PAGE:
View post tag: Defense View post tag: search Training & Education Indian Coast Guard, Navy Hone Search and Rescue Skills View post tag: skills Events comprised of Search and Rescue (SAR) Workshop (Table Top Exercise) conducted on 19 March 2014 followed by Search and Rescue Exercise conducted at sea off Mumbai on 20 March 2014. A total of 21 international observers form 10 maritime nations witnessed the exercise. Besides this, members of National Maritime Search and Rescue (NMSAR) Board from various central and state departments, resources agencies and other maritime stakeholders also participated in the exercise. The SAR Workshop and Exercise assumes significance in the wake of past SAR operations like rescue of crew of MV Mol Comfort, which broke into two portions about 900 Nautical Miles way from Indian west coast in June 2013 and rescue of MV Asian Express, which sank 90 Nautical Miles off Minicoy Islands in July 2013. “During the exercise, the rescue demonstration by ships and aircraft of various resource agencies showcased India’s SAR capability and its commitment to safety of life in distress at sea”, the Indian MoD said in a release.“Search and Rescue services need to respond to every situation with utmost alacrity displaying professional acumen and exercising full coordination with other support agencies. Given the multiplicity of stake holders, this calls for best SAR practices, efficient on ground coordination and enhanced integration with global SAR system.” With this aim and to check the efficiency of SAR mechanism, Vice Admiral Anurag G Thapliyal, Director General of Indian Coast Guard being the National Maritime SAR coordinating Authority During the exercise, a scenario of a cruise liner colliding with a cargo vessel and two fishing trawlers off Mumbai was demonstrated. Post collision, Emergency Position Indicating Radio Beacons (EPIIRBs) from merchant vessels and Distress Alert Transmitters (DATs) from fishing trawlers were activated to check the efficiency of distress alert relay mechanisms. After receipt of distress message, SAR operations simulating ‘Mass Rescue’ through a coordinated SAR operation involving various SAR resource agencies were demonstrated. Ten ships, two Dornier aircraft, two helicopters from Coast Guard, one Indian Naval Ship, one Indian Air Force helicopter, two offshore support vessels from ONGC besides resource agencies like Airport Authority of India (MB), Indian Mission Control Centre (INMCC) Bangaluru, Maharashtra Administration, Maharashtra Police, and MbPT participated in the exercise. “Proactive approach adopted on SAR, particularly for ensuring safety of fishermen has yielded positive results and contributed onwards growing confidence amongst the fishing community in the maritime SAR network in India, resulting in 6292 saved lives at sea till 24 Mar 14,” the release concluded. [mappress]Press Release, March 24, 2014, Image: Indian Navy View post tag: Navy View post tag: Defence View post tag: rescue Back to overview,Home naval-today Indian Coast Guard, Navy Hone Search and Rescue Skills View post tag: Naval View post tag: News by topic March 24, 2014 INDIAN TEAMS ENGAGE IN SAREXIndian Coast Guard, being the coordinator of the Maritime Search and Rescue (M-SAR), conducted the 6th Search and Rescue Workshop and Exercise (SAREX-14) from 19 to 20 March 2014 in and around Mumbai. View post tag: Hone View post tag: Indian View post tag: Guard View post tag: coast Share this article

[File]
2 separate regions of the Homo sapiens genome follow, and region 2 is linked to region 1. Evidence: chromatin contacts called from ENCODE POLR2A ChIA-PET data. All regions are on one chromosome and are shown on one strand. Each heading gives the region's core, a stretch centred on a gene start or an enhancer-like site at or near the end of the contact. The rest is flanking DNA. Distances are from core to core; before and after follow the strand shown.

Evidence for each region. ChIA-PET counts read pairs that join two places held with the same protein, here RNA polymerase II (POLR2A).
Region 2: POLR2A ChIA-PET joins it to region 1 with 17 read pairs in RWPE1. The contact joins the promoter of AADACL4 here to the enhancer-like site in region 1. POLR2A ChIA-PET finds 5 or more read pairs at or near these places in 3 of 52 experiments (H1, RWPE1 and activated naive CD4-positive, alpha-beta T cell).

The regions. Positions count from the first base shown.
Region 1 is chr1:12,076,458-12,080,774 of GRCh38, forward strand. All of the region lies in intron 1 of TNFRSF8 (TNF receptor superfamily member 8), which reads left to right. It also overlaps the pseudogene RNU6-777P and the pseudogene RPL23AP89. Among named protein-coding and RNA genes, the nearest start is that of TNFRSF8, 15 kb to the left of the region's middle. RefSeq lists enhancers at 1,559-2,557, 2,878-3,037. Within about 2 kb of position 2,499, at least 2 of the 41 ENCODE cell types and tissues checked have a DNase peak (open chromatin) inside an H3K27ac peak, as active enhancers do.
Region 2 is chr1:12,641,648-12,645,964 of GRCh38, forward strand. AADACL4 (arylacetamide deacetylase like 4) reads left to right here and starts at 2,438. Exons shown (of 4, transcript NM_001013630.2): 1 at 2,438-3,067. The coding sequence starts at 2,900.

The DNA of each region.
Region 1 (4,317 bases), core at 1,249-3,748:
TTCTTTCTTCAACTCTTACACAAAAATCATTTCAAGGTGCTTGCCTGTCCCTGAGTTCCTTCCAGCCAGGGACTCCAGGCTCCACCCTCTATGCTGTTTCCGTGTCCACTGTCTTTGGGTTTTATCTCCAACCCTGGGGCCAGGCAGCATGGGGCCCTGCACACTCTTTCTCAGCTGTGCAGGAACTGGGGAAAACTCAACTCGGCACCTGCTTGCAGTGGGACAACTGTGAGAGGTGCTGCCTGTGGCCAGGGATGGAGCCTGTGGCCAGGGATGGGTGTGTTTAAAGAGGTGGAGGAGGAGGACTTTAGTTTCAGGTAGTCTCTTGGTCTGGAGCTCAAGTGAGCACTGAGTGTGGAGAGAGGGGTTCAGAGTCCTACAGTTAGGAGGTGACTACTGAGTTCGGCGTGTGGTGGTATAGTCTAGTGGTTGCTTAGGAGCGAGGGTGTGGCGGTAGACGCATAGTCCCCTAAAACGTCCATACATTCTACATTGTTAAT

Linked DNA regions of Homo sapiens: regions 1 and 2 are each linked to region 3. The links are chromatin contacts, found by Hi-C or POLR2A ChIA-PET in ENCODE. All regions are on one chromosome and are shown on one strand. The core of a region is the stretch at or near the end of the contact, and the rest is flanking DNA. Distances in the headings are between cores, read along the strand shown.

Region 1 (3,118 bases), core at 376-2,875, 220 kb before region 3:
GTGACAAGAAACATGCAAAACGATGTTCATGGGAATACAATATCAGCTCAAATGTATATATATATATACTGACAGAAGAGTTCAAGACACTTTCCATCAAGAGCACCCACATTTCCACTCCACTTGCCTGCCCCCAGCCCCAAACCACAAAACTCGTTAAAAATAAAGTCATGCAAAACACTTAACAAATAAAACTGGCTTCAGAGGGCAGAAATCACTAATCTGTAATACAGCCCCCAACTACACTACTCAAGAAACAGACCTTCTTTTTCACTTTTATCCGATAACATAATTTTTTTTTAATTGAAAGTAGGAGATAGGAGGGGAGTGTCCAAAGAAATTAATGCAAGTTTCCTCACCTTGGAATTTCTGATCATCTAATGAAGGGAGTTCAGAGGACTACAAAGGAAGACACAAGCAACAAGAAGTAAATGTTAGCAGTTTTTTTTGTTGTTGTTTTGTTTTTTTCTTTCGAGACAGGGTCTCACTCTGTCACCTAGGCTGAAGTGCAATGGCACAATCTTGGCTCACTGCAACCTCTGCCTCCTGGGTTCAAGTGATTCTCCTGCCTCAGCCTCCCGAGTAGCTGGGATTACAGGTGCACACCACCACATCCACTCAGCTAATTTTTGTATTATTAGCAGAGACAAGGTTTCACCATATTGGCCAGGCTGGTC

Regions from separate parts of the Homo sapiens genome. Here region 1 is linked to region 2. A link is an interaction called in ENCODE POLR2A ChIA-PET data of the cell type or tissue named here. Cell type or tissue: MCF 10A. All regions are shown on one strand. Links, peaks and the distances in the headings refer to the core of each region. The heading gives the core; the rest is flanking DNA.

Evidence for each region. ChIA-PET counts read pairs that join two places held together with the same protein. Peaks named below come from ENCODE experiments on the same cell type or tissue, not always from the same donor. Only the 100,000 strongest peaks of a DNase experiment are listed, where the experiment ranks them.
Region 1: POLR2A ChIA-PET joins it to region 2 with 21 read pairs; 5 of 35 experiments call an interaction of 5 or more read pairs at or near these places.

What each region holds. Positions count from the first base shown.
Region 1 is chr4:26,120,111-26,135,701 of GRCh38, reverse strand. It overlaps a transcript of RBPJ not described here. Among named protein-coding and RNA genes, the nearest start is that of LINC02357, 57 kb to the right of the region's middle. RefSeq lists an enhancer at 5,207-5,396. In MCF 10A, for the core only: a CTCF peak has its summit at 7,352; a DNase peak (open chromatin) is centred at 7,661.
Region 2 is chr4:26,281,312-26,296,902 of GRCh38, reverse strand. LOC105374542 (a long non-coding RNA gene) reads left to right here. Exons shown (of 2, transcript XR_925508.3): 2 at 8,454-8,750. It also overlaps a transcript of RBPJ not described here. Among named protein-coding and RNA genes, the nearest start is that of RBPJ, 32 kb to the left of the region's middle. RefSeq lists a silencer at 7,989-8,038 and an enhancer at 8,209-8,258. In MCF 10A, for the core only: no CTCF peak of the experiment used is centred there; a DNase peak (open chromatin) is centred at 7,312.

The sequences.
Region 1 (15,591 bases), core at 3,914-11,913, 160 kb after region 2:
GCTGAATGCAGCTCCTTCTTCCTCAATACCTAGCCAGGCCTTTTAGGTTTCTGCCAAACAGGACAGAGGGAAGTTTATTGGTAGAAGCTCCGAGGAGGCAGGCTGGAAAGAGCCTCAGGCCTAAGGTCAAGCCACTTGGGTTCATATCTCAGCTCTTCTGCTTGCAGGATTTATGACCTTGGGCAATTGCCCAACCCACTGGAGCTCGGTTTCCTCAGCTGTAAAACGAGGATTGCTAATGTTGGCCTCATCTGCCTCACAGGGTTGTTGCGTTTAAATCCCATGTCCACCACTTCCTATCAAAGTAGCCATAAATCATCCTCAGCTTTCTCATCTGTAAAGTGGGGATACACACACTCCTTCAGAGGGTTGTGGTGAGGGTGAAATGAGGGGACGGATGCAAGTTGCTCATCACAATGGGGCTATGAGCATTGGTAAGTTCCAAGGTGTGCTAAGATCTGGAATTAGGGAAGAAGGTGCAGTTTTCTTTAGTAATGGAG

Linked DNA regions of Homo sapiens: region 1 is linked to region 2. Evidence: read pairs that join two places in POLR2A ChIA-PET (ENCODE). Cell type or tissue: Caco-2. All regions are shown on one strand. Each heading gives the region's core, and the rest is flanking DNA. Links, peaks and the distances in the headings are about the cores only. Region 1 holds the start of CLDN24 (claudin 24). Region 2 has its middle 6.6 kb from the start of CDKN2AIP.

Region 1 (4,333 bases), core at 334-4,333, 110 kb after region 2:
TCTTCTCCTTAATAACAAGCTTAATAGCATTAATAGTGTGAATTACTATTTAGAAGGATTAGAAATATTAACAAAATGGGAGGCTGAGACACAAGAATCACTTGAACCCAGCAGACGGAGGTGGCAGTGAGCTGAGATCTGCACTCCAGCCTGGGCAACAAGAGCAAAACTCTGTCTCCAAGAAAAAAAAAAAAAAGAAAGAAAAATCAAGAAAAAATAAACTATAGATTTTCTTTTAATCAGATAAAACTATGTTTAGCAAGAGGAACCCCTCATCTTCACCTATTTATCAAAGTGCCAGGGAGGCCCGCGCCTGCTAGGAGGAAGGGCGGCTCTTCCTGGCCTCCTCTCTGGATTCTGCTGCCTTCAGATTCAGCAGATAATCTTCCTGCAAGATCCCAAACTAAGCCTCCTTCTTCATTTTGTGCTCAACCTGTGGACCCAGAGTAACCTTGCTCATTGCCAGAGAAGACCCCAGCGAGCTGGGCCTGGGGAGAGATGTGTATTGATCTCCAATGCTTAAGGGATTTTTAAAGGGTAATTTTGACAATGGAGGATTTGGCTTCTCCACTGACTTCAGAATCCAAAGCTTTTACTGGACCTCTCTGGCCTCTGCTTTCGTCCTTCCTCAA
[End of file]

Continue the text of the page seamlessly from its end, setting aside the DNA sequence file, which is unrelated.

The Ashmolean Museum is due to close for a year while major redevelopment takes place.The museum, founded in 1683, is the UK’s oldest public museum, and its collections range from Bronze Age tools to drawings by Michelangelo and Raphael.Rick Mather, an award winning architect, has designed a new building that doubles the existing gallery space and features 39 new galleries, a new education centre, and Oxford’s first roof-top cafe.The museum will reopen in Autumn 2009.